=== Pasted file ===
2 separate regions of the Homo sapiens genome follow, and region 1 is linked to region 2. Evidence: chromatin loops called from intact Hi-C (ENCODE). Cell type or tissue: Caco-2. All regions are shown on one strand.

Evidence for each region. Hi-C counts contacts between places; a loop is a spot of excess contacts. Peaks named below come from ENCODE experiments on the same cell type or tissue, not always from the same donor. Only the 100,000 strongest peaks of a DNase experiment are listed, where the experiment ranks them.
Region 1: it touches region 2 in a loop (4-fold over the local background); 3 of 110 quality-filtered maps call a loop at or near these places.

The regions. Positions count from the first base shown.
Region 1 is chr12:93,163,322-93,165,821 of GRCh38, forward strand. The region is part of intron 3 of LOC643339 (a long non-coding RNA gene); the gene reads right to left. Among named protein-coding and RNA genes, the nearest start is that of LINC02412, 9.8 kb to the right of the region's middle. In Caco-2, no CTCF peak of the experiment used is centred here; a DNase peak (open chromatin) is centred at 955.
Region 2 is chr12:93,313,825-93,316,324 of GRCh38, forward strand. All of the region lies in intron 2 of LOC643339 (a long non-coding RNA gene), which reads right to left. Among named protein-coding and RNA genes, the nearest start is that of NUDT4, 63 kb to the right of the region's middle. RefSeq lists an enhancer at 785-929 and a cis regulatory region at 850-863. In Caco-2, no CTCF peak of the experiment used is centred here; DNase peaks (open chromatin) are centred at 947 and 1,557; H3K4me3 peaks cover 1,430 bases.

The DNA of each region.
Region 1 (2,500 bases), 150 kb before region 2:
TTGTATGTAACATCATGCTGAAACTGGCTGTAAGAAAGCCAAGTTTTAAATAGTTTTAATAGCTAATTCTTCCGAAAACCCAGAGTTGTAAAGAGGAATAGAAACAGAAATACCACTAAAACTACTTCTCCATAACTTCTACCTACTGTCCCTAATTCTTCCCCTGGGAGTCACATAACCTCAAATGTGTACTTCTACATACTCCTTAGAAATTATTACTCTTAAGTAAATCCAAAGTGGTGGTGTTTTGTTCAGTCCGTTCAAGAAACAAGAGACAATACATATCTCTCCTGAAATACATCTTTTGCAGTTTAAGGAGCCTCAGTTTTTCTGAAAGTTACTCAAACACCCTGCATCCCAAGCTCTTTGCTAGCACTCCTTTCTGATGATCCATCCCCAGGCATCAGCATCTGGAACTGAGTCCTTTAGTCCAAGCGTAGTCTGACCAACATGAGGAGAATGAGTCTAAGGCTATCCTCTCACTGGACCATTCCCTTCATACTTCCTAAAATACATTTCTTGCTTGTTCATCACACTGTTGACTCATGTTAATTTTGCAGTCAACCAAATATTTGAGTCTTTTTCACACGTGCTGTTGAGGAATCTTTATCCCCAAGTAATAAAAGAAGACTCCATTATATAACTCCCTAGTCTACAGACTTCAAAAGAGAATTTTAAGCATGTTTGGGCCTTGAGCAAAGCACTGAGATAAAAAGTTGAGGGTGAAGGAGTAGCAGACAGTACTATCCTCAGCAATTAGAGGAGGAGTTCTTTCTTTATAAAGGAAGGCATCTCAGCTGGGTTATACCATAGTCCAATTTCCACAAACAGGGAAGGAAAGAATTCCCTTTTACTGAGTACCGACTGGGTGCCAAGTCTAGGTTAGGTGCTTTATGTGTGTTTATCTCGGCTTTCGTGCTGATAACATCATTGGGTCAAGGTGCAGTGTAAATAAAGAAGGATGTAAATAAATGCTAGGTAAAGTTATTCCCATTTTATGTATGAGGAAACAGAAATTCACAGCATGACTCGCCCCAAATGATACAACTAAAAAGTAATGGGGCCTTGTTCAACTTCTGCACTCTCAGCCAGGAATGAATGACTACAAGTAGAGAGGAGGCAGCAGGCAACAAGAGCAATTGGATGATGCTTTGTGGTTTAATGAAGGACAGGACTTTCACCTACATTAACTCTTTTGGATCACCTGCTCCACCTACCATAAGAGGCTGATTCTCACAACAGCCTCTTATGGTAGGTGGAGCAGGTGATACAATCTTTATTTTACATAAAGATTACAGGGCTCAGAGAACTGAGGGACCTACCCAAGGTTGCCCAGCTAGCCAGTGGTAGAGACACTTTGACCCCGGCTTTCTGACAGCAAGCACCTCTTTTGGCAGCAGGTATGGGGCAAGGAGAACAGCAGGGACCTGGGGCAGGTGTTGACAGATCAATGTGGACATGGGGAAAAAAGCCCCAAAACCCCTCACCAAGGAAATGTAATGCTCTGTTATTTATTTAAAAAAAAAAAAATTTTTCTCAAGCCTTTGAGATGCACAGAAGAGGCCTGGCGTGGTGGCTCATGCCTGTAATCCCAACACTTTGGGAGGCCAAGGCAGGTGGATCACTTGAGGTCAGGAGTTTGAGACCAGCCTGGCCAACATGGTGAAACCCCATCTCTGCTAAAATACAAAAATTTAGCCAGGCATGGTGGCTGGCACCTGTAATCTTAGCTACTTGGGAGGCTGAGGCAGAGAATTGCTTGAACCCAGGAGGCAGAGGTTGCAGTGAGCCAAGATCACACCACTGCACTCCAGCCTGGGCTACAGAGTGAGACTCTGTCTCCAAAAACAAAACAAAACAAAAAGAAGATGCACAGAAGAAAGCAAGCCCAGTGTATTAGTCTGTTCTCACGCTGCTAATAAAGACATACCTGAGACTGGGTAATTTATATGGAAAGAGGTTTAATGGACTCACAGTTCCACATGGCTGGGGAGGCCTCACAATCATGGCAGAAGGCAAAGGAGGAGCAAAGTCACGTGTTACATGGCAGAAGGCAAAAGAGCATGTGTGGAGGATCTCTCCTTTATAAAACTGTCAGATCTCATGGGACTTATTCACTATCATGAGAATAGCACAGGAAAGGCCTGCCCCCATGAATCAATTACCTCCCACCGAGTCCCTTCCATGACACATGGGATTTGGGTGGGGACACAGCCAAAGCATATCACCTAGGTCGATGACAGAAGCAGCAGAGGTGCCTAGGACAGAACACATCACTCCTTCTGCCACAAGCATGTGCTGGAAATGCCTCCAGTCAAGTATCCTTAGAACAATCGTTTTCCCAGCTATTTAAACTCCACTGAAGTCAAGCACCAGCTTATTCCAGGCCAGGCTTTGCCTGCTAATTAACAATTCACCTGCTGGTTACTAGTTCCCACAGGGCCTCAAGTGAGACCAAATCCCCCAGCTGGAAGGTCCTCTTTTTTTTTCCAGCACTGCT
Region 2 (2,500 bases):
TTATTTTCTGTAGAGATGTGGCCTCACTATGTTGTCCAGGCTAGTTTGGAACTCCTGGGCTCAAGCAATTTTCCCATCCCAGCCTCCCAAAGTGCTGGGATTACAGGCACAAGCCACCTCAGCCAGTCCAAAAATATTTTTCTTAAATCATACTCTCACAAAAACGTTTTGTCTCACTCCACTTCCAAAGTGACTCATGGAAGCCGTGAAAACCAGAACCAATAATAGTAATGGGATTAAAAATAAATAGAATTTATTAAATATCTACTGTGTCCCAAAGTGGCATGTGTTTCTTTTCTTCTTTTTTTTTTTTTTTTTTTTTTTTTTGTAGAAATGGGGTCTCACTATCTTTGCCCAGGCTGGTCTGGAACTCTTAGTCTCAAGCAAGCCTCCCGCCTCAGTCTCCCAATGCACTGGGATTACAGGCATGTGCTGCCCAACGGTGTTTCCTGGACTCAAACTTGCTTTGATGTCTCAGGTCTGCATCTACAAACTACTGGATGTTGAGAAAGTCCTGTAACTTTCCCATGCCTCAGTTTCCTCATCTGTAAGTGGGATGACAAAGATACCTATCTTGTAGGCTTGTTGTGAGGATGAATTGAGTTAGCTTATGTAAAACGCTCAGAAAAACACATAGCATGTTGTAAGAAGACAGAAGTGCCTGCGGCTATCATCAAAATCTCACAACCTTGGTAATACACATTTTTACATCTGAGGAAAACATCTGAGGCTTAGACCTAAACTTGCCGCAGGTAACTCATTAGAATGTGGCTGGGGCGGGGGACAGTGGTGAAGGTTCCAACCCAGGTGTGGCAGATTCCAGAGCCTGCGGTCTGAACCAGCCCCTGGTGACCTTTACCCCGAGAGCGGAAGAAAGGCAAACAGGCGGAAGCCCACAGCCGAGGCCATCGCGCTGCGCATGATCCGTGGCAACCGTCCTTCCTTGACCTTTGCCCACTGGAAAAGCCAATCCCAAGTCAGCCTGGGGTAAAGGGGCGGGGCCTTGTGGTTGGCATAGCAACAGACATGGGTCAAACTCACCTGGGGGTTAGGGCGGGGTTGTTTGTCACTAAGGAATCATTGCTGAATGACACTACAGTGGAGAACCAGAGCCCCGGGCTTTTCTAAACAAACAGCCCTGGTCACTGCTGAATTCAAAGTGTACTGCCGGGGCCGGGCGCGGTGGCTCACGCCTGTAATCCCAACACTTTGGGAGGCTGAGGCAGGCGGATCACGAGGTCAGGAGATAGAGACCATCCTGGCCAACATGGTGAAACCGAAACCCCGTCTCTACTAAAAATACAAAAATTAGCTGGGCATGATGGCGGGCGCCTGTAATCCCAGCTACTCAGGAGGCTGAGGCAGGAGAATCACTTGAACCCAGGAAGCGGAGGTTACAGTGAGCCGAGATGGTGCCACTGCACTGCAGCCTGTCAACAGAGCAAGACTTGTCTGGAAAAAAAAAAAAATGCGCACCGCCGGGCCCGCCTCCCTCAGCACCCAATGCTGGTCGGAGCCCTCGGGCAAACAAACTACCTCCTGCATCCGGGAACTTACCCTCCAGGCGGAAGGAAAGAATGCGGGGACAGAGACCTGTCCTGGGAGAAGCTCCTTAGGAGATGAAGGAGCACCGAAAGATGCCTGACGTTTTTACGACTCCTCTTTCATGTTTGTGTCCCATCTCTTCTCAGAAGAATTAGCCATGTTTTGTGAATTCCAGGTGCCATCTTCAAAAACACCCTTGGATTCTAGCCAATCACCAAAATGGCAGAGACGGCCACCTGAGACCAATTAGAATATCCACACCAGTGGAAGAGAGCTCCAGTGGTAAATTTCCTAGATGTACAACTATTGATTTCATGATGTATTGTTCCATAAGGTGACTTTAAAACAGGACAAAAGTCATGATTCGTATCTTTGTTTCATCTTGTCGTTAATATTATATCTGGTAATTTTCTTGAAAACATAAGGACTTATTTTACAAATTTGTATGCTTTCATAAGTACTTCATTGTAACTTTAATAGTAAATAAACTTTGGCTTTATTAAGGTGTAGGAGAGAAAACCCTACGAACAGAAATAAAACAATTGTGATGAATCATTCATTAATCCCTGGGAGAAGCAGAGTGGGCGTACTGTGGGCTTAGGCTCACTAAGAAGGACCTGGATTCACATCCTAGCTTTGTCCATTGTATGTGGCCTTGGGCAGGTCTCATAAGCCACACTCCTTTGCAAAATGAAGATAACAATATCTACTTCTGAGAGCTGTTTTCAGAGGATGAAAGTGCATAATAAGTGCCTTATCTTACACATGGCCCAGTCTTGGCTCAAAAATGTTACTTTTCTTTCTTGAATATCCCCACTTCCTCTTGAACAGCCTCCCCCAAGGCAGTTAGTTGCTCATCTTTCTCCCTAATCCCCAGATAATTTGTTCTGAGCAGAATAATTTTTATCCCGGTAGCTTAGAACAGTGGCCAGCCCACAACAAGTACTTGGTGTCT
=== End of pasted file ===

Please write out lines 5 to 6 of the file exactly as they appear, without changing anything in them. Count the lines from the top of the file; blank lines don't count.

Region 1 is chr12:93,163,322-93,165,821 of GRCh38, forward strand. The region is part of intron 3 of LOC643339 (a long non-coding RNA gene); the gene reads right to left. Among named protein-coding and RNA genes, the nearest start is that of LINC02412, 9.8 kb to the right of the region's middle. In Caco-2, no CTCF peak of the experiment used is centred here; a DNase peak (open chromatin) is centred at 955.
Region 2 is chr12:93,313,825-93,316,324 of GRCh38, forward strand. All of the region lies in intron 2 of LOC643339 (a long non-coding RNA gene), which reads right to left. Among named protein-coding and RNA genes, the nearest start is that of NUDT4, 63 kb to the right of the region's middle. RefSeq lists an enhancer at 785-929 and a cis regulatory region at 850-863. In Caco-2, no CTCF peak of the experiment used is centred here; DNase peaks (open chromatin) are centred at 947 and 1,557; H3K4me3 peaks cover 1,430 bases.